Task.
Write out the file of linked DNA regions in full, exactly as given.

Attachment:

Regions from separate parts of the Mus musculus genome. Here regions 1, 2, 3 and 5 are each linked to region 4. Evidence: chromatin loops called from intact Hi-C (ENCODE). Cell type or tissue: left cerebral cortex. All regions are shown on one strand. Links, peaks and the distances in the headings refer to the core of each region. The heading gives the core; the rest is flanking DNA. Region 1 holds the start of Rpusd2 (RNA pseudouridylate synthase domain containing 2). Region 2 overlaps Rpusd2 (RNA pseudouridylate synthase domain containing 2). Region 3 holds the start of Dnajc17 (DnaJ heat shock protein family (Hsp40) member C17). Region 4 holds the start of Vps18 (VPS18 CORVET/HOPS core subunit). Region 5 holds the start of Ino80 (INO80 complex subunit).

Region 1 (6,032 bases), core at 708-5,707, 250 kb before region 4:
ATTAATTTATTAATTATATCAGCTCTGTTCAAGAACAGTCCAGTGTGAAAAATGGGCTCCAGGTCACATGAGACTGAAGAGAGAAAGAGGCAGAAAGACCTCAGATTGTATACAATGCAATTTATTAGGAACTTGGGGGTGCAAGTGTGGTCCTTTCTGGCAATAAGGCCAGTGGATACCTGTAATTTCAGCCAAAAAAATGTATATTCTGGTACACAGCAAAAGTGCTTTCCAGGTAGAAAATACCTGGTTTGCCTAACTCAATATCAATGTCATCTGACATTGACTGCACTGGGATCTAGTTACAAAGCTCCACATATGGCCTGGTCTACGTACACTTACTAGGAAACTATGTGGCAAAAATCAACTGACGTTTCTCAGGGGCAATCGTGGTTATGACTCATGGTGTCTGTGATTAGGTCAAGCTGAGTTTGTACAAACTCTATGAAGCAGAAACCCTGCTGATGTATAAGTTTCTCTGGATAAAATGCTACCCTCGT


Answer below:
Regions from separate parts of the Mus musculus genome. Here regions 1, 2, 3 and 5 are each linked to region 4. Evidence: chromatin loops called from intact Hi-C (ENCODE). Cell type or tissue: left cerebral cortex. All regions are shown on one strand. Links, peaks and the distances in the headings refer to the core of each region. The heading gives the core; the rest is flanking DNA. Region 1 holds the start of Rpusd2 (RNA pseudouridylate synthase domain containing 2). Region 2 overlaps Rpusd2 (RNA pseudouridylate synthase domain containing 2). Region 3 holds the start of Dnajc17 (DnaJ heat shock protein family (Hsp40) member C17). Region 4 holds the start of Vps18 (VPS18 CORVET/HOPS core subunit). Region 5 holds the start of Ino80 (INO80 complex subunit).

Region 1 (6,032 bases), core at 708-5,707, 250 kb before region 4:
ATTAATTTATTAATTATATCAGCTCTGTTCAAGAACAGTCCAGTGTGAAAAATGGGCTCCAGGTCACATGAGACTGAAGAGAGAAAGAGGCAGAAAGACCTCAGATTGTATACAATGCAATTTATTAGGAACTTGGGGGTGCAAGTGTGGTCCTTTCTGGCAATAAGGCCAGTGGATACCTGTAATTTCAGCCAAAAAAATGTATATTCTGGTACACAGCAAAAGTGCTTTCCAGGTAGAAAATACCTGGTTTGCCTAACTCAATATCAATGTCATCTGACATTGACTGCACTGGGATCTAGTTACAAAGCTCCACATATGGCCTGGTCTACGTACACTTACTAGGAAACTATGTGGCAAAAATCAACTGACGTTTCTCAGGGGCAATCGTGGTTATGACTCATGGTGTCTGTGATTAGGTCAAGCTGAGTTTGTACAAACTCTATGAAGCAGAAACCCTGCTGATGTATAAGTTTCTCTGGATAAAATGCTACCCTCGT